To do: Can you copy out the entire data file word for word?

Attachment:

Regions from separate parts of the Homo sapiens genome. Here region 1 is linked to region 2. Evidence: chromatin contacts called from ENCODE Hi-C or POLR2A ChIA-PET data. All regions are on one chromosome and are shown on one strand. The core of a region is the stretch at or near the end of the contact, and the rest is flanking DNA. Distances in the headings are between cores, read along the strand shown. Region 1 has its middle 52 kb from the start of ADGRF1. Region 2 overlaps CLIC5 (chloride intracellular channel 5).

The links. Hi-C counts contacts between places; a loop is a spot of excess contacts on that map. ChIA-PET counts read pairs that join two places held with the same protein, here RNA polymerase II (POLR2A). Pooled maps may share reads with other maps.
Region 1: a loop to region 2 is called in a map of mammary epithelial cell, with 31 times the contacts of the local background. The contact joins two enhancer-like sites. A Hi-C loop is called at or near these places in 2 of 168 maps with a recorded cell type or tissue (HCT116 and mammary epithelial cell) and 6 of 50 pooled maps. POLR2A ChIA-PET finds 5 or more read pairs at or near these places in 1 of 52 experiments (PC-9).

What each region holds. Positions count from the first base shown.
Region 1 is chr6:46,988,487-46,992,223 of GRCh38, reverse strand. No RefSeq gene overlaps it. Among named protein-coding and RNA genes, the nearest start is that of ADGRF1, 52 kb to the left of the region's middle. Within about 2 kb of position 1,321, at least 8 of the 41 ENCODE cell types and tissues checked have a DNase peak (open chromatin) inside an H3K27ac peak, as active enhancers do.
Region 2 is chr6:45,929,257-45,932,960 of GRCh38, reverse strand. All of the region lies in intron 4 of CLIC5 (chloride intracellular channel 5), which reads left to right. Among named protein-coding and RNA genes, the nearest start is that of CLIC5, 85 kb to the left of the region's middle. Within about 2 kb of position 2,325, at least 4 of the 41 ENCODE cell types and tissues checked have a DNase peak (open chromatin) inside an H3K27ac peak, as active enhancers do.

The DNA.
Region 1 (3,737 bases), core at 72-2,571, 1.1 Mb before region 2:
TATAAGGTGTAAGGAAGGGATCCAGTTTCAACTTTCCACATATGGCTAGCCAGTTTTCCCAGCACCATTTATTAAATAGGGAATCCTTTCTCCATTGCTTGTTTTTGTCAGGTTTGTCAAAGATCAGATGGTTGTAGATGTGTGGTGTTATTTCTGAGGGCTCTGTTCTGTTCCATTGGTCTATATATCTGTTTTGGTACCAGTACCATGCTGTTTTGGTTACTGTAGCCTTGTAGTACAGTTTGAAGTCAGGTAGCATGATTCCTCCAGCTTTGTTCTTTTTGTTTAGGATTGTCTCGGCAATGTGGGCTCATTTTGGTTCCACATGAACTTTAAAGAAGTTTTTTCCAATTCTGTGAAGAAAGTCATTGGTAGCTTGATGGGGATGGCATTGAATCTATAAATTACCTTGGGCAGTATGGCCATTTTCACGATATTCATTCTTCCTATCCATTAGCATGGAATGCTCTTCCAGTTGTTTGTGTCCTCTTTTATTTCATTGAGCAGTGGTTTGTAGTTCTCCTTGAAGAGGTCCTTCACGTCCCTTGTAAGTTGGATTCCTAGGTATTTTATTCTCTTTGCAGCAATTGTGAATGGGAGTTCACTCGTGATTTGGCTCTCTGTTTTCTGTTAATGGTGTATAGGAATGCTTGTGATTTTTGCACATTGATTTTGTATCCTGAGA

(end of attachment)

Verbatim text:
Regions from separate parts of the Homo sapiens genome. Here region 1 is linked to region 2. Evidence: chromatin contacts called from ENCODE Hi-C or POLR2A ChIA-PET data. All regions are on one chromosome and are shown on one strand. The core of a region is the stretch at or near the end of the contact, and the rest is flanking DNA. Distances in the headings are between cores, read along the strand shown. Region 1 has its middle 52 kb from the start of ADGRF1. Region 2 overlaps CLIC5 (chloride intracellular channel 5).

The links. Hi-C counts contacts between places; a loop is a spot of excess contacts on that map. ChIA-PET counts read pairs that join two places held with the same protein, here RNA polymerase II (POLR2A). Pooled maps may share reads with other maps.
Region 1: a loop to region 2 is called in a map of mammary epithelial cell, with 31 times the contacts of the local background. The contact joins two enhancer-like sites. A Hi-C loop is called at or near these places in 2 of 168 maps with a recorded cell type or tissue (HCT116 and mammary epithelial cell) and 6 of 50 pooled maps. POLR2A ChIA-PET finds 5 or more read pairs at or near these places in 1 of 52 experiments (PC-9).

What each region holds. Positions count from the first base shown.
Region 1 is chr6:46,988,487-46,992,223 of GRCh38, reverse strand. No RefSeq gene overlaps it. Among named protein-coding and RNA genes, the nearest start is that of ADGRF1, 52 kb to the left of the region's middle. Within about 2 kb of position 1,321, at least 8 of the 41 ENCODE cell types and tissues checked have a DNase peak (open chromatin) inside an H3K27ac peak, as active enhancers do.
Region 2 is chr6:45,929,257-45,932,960 of GRCh38, reverse strand. All of the region lies in intron 4 of CLIC5 (chloride intracellular channel 5), which reads left to right. Among named protein-coding and RNA genes, the nearest start is that of CLIC5, 85 kb to the left of the region's middle. Within about 2 kb of position 2,325, at least 4 of the 41 ENCODE cell types and tissues checked have a DNase peak (open chromatin) inside an H3K27ac peak, as active enhancers do.

The DNA.
Region 1 (3,737 bases), core at 72-2,571, 1.1 Mb before region 2:
TATAAGGTGTAAGGAAGGGATCCAGTTTCAACTTTCCACATATGGCTAGCCAGTTTTCCCAGCACCATTTATTAAATAGGGAATCCTTTCTCCATTGCTTGTTTTTGTCAGGTTTGTCAAAGATCAGATGGTTGTAGATGTGTGGTGTTATTTCTGAGGGCTCTGTTCTGTTCCATTGGTCTATATATCTGTTTTGGTACCAGTACCATGCTGTTTTGGTTACTGTAGCCTTGTAGTACAGTTTGAAGTCAGGTAGCATGATTCCTCCAGCTTTGTTCTTTTTGTTTAGGATTGTCTCGGCAATGTGGGCTCATTTTGGTTCCACATGAACTTTAAAGAAGTTTTTTCCAATTCTGTGAAGAAAGTCATTGGTAGCTTGATGGGGATGGCATTGAATCTATAAATTACCTTGGGCAGTATGGCCATTTTCACGATATTCATTCTTCCTATCCATTAGCATGGAATGCTCTTCCAGTTGTTTGTGTCCTCTTTTATTTCATTGAGCAGTGGTTTGTAGTTCTCCTTGAAGAGGTCCTTCACGTCCCTTGTAAGTTGGATTCCTAGGTATTTTATTCTCTTTGCAGCAATTGTGAATGGGAGTTCACTCGTGATTTGGCTCTCTGTTTTCTGTTAATGGTGTATAGGAATGCTTGTGATTTTTGCACATTGATTTTGTATCCTGAGA